Latino Women´s Role In Family Faith Formation


The family is the cradle where the seed of the faith is planted and nurtured. In the Latino/Hispanic family, it has been the women in the family, mothers, grandmothers, aunts, and godmothers, who have taken upon them the responsibility to nurture the faith. They have kept the traditions passed to them by other women in their families to pass them to the new generations.

Tradition doesn’t happen in a vacuum, it is embedded in our culture and our way of living. It is in “lo cotidiano” “the everyday life”, and expressed through the popular religiosity that we have inherited from past generations. Either by praying aloud, doing the sign of the cross before leaving the house or by displaying in our homes pictures and statues in different sizes and shapes of Jesus, Mary and the saints, we are performing faith. Popular Catholicism is called ‘popular’ because it arises from the people’s need to express their faith.

Mostly women take a more active participation in the life of the church, mainly in catechesis and sacramental preparation as a continuation of the task of catechizing their own children at home. They also helped in the organization of religious feasts and the needed settings for the church festivities. For them to help in the church is a privilege and an honor that they carry on with respect, reverence and gratitude to be able to serve in “La casa de Dios”, “The house of God”.

However, in the fast pace of life in the US, and the many challenges families face, some women are beginning to forget their faith traditions. Therefore it is of the upmost importance to encourage them to carry on doing so, while they help to grow and strengthen their families and the Church.

How can we promote opportunities and nurturing environments where women of all ages can share their faith traditions?

Some suggestions are:

  1. Invite mothers, grandmothers, aunts to share faith moments and traditions with Religious Education classes. They can talk about their relationship with God, the prayers they know. They can narrate a favorite Bible story that is part of syllabus.
  2. Use them as a resource for older students and confirmation classes. They can talk to the youth about their challenges and how God has made a difference in their life.
  3. Create a class for mothers where they can learn about their faith and they can share with each other how they experience their faith and God´s presence in their daily lives.
  4. Ask them to bring a memento of their child´s baptism and ask them to tell their child why they baptized him/her.
  5. Organize mothers and children to do a mini-pilgrimage to a sanctuary of their devotion of our Blessed mother. (Our Lady of Fatima, Our Lady of Guadalupe, Our Lady of Perpetual Help, etc…). If none of the mothers have a statue or picture, pictures can be printed from the Internet.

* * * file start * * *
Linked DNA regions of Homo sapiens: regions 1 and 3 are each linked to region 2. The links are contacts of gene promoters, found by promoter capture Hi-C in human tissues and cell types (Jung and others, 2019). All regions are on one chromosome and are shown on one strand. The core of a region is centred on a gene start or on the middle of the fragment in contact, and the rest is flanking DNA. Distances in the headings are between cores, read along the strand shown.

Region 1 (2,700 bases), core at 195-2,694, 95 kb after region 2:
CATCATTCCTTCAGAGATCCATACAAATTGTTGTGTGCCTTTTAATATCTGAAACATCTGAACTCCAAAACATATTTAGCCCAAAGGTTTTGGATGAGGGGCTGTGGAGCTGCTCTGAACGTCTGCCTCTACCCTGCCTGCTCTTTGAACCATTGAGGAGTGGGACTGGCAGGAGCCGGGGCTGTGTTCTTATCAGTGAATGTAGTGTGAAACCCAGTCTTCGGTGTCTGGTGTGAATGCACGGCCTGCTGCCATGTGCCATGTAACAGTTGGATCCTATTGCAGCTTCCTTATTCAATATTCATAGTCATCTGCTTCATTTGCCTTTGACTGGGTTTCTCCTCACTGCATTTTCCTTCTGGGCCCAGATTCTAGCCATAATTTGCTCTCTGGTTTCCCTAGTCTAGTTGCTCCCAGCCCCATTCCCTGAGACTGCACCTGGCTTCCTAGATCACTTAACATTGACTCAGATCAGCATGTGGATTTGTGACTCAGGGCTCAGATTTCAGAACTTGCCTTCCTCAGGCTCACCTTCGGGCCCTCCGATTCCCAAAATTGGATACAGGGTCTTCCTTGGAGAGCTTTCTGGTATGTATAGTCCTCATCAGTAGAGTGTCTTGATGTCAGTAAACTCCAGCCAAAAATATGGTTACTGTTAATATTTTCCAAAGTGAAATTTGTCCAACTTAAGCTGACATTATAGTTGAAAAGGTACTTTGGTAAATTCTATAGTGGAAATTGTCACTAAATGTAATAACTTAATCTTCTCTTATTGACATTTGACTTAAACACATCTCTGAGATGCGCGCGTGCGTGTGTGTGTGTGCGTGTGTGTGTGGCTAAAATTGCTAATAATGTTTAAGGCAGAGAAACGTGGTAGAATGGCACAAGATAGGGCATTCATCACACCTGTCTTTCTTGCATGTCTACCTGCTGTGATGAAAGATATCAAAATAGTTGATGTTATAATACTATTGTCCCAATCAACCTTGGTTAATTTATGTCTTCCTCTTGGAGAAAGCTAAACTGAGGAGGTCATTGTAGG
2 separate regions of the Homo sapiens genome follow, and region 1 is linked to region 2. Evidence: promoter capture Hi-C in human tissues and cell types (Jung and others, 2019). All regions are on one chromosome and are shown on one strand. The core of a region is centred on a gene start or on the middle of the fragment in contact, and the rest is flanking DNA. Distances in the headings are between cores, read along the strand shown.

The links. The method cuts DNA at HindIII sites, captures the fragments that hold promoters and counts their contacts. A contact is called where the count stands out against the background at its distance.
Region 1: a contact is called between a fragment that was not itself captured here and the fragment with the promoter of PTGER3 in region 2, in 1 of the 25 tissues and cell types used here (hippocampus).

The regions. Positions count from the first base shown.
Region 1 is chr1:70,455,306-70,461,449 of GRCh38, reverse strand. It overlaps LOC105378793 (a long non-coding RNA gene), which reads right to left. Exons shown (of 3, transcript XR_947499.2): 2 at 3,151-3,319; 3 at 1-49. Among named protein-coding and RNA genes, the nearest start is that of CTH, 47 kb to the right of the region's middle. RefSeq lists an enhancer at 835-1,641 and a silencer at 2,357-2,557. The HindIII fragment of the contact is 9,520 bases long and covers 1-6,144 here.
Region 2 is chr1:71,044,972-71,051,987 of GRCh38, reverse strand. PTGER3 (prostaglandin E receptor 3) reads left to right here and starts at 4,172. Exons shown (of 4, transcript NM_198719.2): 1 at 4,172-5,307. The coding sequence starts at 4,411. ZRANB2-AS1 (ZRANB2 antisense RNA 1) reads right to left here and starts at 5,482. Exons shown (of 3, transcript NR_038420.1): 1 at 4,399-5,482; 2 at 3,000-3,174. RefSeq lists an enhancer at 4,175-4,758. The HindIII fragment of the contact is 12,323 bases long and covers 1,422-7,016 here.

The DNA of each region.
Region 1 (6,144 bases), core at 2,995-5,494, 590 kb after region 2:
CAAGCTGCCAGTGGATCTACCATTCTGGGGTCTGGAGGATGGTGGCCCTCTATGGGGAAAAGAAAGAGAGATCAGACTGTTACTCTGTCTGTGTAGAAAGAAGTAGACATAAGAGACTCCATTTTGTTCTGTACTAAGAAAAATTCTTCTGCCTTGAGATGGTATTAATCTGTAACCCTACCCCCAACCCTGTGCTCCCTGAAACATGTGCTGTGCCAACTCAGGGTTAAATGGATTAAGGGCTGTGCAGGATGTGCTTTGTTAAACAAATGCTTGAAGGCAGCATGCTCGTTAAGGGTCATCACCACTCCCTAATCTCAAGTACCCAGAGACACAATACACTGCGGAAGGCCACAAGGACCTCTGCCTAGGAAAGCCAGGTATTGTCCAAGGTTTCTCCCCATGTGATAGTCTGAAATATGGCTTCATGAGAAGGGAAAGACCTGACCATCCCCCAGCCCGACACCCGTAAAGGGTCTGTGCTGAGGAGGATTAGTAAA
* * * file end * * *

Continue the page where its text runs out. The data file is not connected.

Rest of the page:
6. At the first parents meeting, give parents a paper asking them, how and when they will come to help in the religious education class of your child. Collect them at the end of the meeting.

The participation of the mothers and parents in general in the religious education program helps the children to see the connection between faith at home and in their classes. It is also give children a sense of pride to see their parents’ presence and involvement. It helps mothers and fathers to reconnect with their faith traditions and give them some tools to continue their faith formation at home. It creates a partnership with catechists and the faith community.

2015 © Ana María G. Hernández Alstrum.  All Rights Reserved.




Ana María G. Hernández Alstrum

Ana Maria has over twenty years experience in education in the fields of language teaching and catechesis in México City and East Hartford, CT. She works as the assistant to the DRE for the Catholic Communities of East Hartford North, a cluster of three parishes in East Hartford, CT, where she teaches a sacramental class to mixed-grades children. She also collaborates in the Continuous Education Program for Hispanic Adults from the Archdiocese of Hartford. She has a Masters Degree in Religion and Religious Education with focus on Latino Studies from Fordham University. She has a Bachelors Degree from the Universidad Nacional Autónoma de México in Education and English as a Foreign Language; a Bachelors Degree from Central Connecticut State University with a Major in Spanish and a minor in psychology.

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